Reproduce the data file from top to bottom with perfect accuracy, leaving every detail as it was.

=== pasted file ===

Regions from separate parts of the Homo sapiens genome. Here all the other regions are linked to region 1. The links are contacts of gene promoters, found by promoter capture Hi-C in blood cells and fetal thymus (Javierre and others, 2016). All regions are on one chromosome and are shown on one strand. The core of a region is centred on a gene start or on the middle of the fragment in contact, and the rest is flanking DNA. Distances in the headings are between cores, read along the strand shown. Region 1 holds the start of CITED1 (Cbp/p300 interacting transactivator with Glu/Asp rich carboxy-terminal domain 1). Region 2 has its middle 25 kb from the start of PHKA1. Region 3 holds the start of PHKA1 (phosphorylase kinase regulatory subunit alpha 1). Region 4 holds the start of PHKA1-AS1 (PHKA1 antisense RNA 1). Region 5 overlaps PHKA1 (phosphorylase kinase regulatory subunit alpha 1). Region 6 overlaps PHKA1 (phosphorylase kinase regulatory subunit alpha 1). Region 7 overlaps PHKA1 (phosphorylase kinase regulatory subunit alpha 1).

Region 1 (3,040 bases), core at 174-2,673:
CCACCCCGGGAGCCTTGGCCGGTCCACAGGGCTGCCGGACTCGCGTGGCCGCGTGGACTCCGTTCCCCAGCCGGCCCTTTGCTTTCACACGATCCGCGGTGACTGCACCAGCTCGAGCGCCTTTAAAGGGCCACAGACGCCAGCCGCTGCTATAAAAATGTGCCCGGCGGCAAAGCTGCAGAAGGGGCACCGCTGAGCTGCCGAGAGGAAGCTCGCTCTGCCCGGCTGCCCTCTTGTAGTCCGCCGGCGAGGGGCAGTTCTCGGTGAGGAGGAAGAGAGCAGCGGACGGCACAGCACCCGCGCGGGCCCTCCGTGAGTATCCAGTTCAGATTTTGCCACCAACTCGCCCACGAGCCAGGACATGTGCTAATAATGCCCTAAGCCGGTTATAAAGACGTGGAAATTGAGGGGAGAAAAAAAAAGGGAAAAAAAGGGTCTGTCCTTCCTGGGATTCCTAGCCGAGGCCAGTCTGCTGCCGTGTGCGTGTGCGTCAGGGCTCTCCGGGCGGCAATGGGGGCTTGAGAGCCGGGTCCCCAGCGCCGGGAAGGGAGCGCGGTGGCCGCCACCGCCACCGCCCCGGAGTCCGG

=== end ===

Regions from separate parts of the Homo sapiens genome. Here all the other regions are linked to region 1. The links are contacts of gene promoters, found by promoter capture Hi-C in blood cells and fetal thymus (Javierre and others, 2016). All regions are on one chromosome and are shown on one strand. The core of a region is centred on a gene start or on the middle of the fragment in contact, and the rest is flanking DNA. Distances in the headings are between cores, read along the strand shown. Region 1 holds the start of CITED1 (Cbp/p300 interacting transactivator with Glu/Asp rich carboxy-terminal domain 1). Region 2 has its middle 25 kb from the start of PHKA1. Region 3 holds the start of PHKA1 (phosphorylase kinase regulatory subunit alpha 1). Region 4 holds the start of PHKA1-AS1 (PHKA1 antisense RNA 1). Region 5 overlaps PHKA1 (phosphorylase kinase regulatory subunit alpha 1). Region 6 overlaps PHKA1 (phosphorylase kinase regulatory subunit alpha 1). Region 7 overlaps PHKA1 (phosphorylase kinase regulatory subunit alpha 1).

Region 1 (3,040 bases), core at 174-2,673:
CCACCCCGGGAGCCTTGGCCGGTCCACAGGGCTGCCGGACTCGCGTGGCCGCGTGGACTCCGTTCCCCAGCCGGCCCTTTGCTTTCACACGATCCGCGGTGACTGCACCAGCTCGAGCGCCTTTAAAGGGCCACAGACGCCAGCCGCTGCTATAAAAATGTGCCCGGCGGCAAAGCTGCAGAAGGGGCACCGCTGAGCTGCCGAGAGGAAGCTCGCTCTGCCCGGCTGCCCTCTTGTAGTCCGCCGGCGAGGGGCAGTTCTCGGTGAGGAGGAAGAGAGCAGCGGACGGCACAGCACCCGCGCGGGCCCTCCGTGAGTATCCAGTTCAGATTTTGCCACCAACTCGCCCACGAGCCAGGACATGTGCTAATAATGCCCTAAGCCGGTTATAAAGACGTGGAAATTGAGGGGAGAAAAAAAAAGGGAAAAAAAGGGTCTGTCCTTCCTGGGATTCCTAGCCGAGGCCAGTCTGCTGCCGTGTGCGTGTGCGTCAGGGCTCTCCGGGCGGCAATGGGGGCTTGAGAGCCGGGTCCCCAGCGCCGGGAAGGGAGCGCGGTGGCCGCCACCGCCACCGCCCCGGAGTCCGG